I always try to have my own little private theme song for a game and listen to it on my Walkman. For the first two games this year—you know, B.S., Before Strike—I played You Are a Winner by Earth, Wind & Fire. Today I kept the group but switched songs to Back on the Road Again. That struck me as especially appropriate, but the fact is that nothing today seemed again, nothing was like any other experience I've ever had in football. I was even the most quiet I've ever been before a game. I was concentrating so. This was really catch-up ball we were all playing—trying to make up eight weeks in four days. It didn't even seem like the fans were on today. Their timing was off too.
We got whipped 26-7, and I can't pretty that up any. Except for our one touchdown drive in the second quarter, when we went ahead 7-6, we played terribly. The only consolation is that there's no in-between in football. It doesn't feel any better to play well and lose than to play rotten and lose.
And yet it was odd. We sacked the Packer quarterbacks eight times. How often does a team get more sacks than points? And except for two plays we might even have won. With a couple minutes left in the first half we still had them 7-6, and they were facing a third and long long—22—on their own 30. But Lynn Dickey hit Eddie Lee Ivery, their running back, coming over the middle, and he staggered through a whole posse of our guys over on the far sideline, cut back and went 62 yards before he ran out of gas. Then, a couple plays later he scored on a deflected pass from Dickey.
Still, we were only down six when the second half started, and we were getting the ball, but on the kickoff, Mo Harvey stripped the ball away from Sam Harrell. It popped up in the air and Harvey grabbed it and sauntered into the end zone. 19-6. It's a funny thing in football, but often it's how a team scores that breaks your heart. If we had punted to the Packers and then they had marched down the field in a normal manner and scored on a six-minute drive, that wouldn't have affected us nearly so much, even though it would still have been 19-6 and we'd have had even less time to catch up. But this way, it was cruel, and the instant Harvey scored you could feel the air go out of our balloon. In the whole second half, we made only four first downs and gained 67 yards.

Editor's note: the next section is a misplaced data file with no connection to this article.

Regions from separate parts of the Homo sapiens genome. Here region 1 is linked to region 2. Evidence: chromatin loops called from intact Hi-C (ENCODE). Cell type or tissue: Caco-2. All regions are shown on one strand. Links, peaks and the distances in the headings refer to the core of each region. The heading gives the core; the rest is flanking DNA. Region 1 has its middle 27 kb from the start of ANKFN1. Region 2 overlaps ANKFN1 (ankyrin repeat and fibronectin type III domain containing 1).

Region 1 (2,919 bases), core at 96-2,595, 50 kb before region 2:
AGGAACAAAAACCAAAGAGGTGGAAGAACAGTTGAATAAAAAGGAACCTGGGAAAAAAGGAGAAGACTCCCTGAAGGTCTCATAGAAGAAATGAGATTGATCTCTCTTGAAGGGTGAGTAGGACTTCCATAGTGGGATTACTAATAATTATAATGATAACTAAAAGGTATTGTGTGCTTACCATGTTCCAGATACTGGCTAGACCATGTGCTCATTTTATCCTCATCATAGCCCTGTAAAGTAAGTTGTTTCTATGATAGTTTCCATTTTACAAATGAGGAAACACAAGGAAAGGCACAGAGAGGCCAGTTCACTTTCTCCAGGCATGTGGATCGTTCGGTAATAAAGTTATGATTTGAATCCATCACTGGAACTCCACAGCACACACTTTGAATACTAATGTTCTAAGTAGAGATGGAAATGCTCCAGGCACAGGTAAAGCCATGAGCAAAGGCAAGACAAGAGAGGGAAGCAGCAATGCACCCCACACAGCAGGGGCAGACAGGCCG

I caught five balls in the game for 68 yards, which sounds good, but I can't kid you. I missed two catches, trying to run before I caught the ball. I never once got tired out there today. Nobody got hurt from the layoff, either. I took one tough shot, too, when McCoy knocked me sprawling into some boards that had been laid down a few feet outside the sidelines. Scraped up my back. Scared the hell out of Mike. For a long time after that, he kept saying, "Hey, I'm sorry, I didn't mean to knock you into those boards." If I hadn't been in shape, I would've gotten hurt then.
But I—everybody—was out of mental shape. You know how I would characterize it? It was like an actor who has to go on stage while he's still learning his role. No matter how good an actor may be, before he has his lines down second-nature, he can't act fluidly, instinctively. Today, all of us were still trying to memorize our lines, so we couldn't play naturally. Our minds got in the way.
When I get back to Minneapolis, I'm going to talk to our owner, Max Winter, and tell him that I'm going to call it quits at the end of the season. Knowing I'll be hanging it up will give me a boost in the rest of our games. I don't want anyone to think my decision has anything to do with how we did today. I just know it's time for me to go on to other things.